A Tribute to my Guru
Offered by Utthal Tindel, a disciple of 35 years who briefly celebrated his birthday October 11th, until news of his master’s passing that very morning cast him into a sea of endless tears.
Oh my Beloved Guru, Oh my Sweet Master, I bow to you and offer the flood of Gratitude-Tears, which has become my life. Although you no longer walk amongst us, you are forever living within our hearts. Indeed you are our very hearts’ breath. We are eternally inseparable – melded in an ocean of love and delight. This is our true reality and our glorious inheritance from you!
Regarding his so-called death, Sri Chinmoy said it best in the final poem of the last book offered during his life on earth, “My Christmas-New Year-Vacation-Aspiration-Prayers” – part 52, which he gave out the night before he left the body: “My physical death is not the end of my life – I am an eternal journey.”
To me death is a cruel hoax – a sham and an illusion. “Oh death where art thy dominion?” It certainly has nothing to do with the imperishable and magnificent spirit which was, is and shall eternally remain Sri Chinmoy, the most humble and self-giving being who ever graced this earth – and my most beloved Guru. For me the pain of the loss of his physical presence is almost unbearable, but my gratitude-flooded heart will somehow go on and I shall make my life a tribute to this kindest, gentlest, most beautiful and most loving soul.
(By a broken-hearted but healing, once again sometimes smiling and irrepressibly hopeful Utthal (which means Indomitable Wave-Force)
When I pour over the myriad tributes posted on the Sri Chinmoy News site I am overwhelmed with joy at the loving evidence that my Guru touched so many lives. It is not only a great solace but also a vindication for the sacrifice he made. But then, he never considered it a sacrifice at all – not when you love someone, and above all he loved each and every one of us – not just his disciples. He once said that every day he meditated on each individual soul on earth. Impossible says the feeble mind. No, not at all says the oneness-heart, and his was a heart of universal oneness raised to the power of infinity. Impossible was not a word in his lexicon.
What was so heart-breakingly astounding about Guru is that he did it all as a mere human being. Inside beat the heart-soul of an Avatar (there, I said it), but he never once used occult powers to ease the way for himself, only to come to the rescue of others. When he hoisted these “impossible” weights, groups of people and airplanes he did so as a man – not a superman – and then only to inspire us as to what is possible for a human being to do when they are flooded with light – not to show off how he was different. You know the story of the mother who lifted a car to save her child – that’s Sri Chinmoy pure and simple: a brother who just wanted to lift his fellow man in every way possible, with every fiber of his being and at every moment of his life. For that he suffered immeasurably.
In the most profound sense of what it means to be alive – far more than blood coursing through veins – Sri Chinmoy is alive, not only in his music, art, poetry and other writings; not only in the photographs, videos and voice and instrumental recordings we have of him, but in the lives of countless people all around the world who attended a concert, ran a race, went to a gallery, read a book, or encountered him – like the little girl on the streets of Briarwood – or otherwise came in contact with Guru.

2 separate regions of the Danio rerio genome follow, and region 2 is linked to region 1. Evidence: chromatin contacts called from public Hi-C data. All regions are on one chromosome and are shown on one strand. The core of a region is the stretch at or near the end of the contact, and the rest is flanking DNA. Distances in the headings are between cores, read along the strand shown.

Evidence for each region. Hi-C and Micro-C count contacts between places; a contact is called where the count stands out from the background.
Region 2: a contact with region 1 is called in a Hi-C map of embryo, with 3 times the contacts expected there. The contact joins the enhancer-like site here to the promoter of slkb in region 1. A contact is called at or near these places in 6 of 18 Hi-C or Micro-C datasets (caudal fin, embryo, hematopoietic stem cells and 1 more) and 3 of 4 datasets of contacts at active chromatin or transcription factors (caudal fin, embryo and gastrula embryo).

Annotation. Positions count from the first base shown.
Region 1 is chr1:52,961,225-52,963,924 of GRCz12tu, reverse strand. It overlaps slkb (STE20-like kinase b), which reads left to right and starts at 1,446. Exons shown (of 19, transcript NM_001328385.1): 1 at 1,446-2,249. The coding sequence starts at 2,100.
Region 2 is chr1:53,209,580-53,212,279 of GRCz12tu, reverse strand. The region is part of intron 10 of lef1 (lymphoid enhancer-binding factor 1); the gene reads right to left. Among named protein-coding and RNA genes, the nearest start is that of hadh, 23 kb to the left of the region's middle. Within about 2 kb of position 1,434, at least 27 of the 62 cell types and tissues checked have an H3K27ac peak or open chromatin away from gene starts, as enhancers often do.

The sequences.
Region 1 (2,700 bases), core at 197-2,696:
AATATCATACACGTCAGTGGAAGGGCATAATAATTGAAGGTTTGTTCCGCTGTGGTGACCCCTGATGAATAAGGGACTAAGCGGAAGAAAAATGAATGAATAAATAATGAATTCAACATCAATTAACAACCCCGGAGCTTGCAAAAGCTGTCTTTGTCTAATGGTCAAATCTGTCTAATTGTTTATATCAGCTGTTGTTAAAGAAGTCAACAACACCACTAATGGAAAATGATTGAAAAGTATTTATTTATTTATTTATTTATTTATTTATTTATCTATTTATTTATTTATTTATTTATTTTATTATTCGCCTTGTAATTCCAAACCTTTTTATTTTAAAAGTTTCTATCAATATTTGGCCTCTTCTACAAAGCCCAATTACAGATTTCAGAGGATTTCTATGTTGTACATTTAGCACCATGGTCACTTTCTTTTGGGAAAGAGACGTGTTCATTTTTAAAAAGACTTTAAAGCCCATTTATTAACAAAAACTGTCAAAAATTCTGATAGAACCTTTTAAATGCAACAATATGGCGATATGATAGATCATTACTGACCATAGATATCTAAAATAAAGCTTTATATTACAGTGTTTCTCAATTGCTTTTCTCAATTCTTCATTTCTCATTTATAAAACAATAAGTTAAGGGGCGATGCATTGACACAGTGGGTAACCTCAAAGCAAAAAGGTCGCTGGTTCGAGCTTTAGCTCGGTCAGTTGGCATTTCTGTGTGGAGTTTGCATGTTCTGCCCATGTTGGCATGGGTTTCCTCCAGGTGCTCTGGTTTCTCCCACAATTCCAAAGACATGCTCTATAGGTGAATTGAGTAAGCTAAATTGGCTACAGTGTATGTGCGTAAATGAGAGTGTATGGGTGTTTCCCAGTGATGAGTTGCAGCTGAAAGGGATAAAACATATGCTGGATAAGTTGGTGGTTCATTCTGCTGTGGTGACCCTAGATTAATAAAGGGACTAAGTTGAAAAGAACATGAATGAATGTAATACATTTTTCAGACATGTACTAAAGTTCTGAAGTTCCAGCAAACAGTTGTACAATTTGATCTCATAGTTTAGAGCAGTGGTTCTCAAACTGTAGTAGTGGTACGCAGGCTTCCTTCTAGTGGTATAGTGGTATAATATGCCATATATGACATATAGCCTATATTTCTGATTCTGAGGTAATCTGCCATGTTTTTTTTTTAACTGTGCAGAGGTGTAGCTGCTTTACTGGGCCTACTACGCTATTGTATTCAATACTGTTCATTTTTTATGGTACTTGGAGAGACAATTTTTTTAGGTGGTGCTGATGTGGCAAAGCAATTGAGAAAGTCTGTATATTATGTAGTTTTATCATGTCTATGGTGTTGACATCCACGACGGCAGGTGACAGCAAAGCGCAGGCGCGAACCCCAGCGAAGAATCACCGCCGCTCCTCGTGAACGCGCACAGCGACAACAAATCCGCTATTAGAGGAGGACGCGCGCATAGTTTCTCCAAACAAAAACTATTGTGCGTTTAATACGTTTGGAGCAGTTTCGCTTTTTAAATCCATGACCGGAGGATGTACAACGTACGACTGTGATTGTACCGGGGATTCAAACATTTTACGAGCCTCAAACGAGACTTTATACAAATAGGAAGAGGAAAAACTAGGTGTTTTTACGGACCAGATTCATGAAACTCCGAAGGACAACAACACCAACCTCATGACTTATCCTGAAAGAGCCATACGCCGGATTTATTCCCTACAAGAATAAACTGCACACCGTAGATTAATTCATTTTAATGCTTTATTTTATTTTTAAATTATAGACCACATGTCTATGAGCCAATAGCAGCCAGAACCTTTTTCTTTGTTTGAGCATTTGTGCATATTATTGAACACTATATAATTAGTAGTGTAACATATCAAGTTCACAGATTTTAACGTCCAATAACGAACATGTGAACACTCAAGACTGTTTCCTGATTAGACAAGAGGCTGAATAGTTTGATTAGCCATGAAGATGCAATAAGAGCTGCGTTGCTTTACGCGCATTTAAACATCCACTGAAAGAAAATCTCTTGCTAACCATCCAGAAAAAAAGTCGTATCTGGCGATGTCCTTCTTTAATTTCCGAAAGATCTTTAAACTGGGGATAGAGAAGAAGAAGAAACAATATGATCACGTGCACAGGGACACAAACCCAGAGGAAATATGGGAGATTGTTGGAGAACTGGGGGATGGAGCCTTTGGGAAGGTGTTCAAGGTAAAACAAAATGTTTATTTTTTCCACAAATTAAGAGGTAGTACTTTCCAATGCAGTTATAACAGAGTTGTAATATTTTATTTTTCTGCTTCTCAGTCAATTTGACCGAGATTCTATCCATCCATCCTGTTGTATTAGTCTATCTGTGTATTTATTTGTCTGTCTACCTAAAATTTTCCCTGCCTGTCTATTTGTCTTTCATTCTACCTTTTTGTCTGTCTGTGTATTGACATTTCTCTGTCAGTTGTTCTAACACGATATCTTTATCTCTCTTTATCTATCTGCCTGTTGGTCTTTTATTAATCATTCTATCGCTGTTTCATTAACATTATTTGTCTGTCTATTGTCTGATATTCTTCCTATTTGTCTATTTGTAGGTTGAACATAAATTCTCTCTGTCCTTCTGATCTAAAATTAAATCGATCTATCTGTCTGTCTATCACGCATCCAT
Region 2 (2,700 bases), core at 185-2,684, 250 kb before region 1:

The very last time I viewed the supine body of Guru as it lay in the casket at the memorial service on Sunday – late in the evening after all the dignitaries had departed and he was once again alone with his disciples – I perceived him impassively yet unmistakably smiling – beaming with delight and pride that his spiritual children, to whom he gave himself unreservedly, were finally understanding – were finally coming together as a family. If that is the case, and I feel it is, the world has not heard the last of Sri Chinmoy, and his so-called “death” will one day be seen not only as the ultimate sacrifice, but as a brilliant tactical move as well.
Five days after my whole world came crashing down, these philosophical musings are a feeble consolation – compared to the enormous grief which washes over me like a Tsunami every hour or so – but it’s something, and something is better than nothing. On the day I became a disciple Guru asked me if I was strong. I said yes, and always thought he was telling me that the spiritual life required strength. Now I know he was warning me about, and somehow preparing me for, something altogether different and far more difficult to endure. Guru, please help me to transform this life of mine into a mountain of strength – to be of service to the Supreme.
(As regards the photo: One of the pre-eminent aspects of Sri Chinmoy was his wonderful sense of humor – quick as lightening, but with a sweet child-like innocence. He encouraged his disciples to express their own comedic sensibilities, especialy through plays. As one of Guru’s court jesters, so to speak, it was my proudful honour and to give him a good measure of joy, and more than a few good laughs, amidst the pain he suffered, and which seems to go along with being a spiritual master. This photo was from a singing group costume contest in Gold Coast, Australia. Though I was rediculous looking in the extreme, I was delighted to be so to make my master smile.)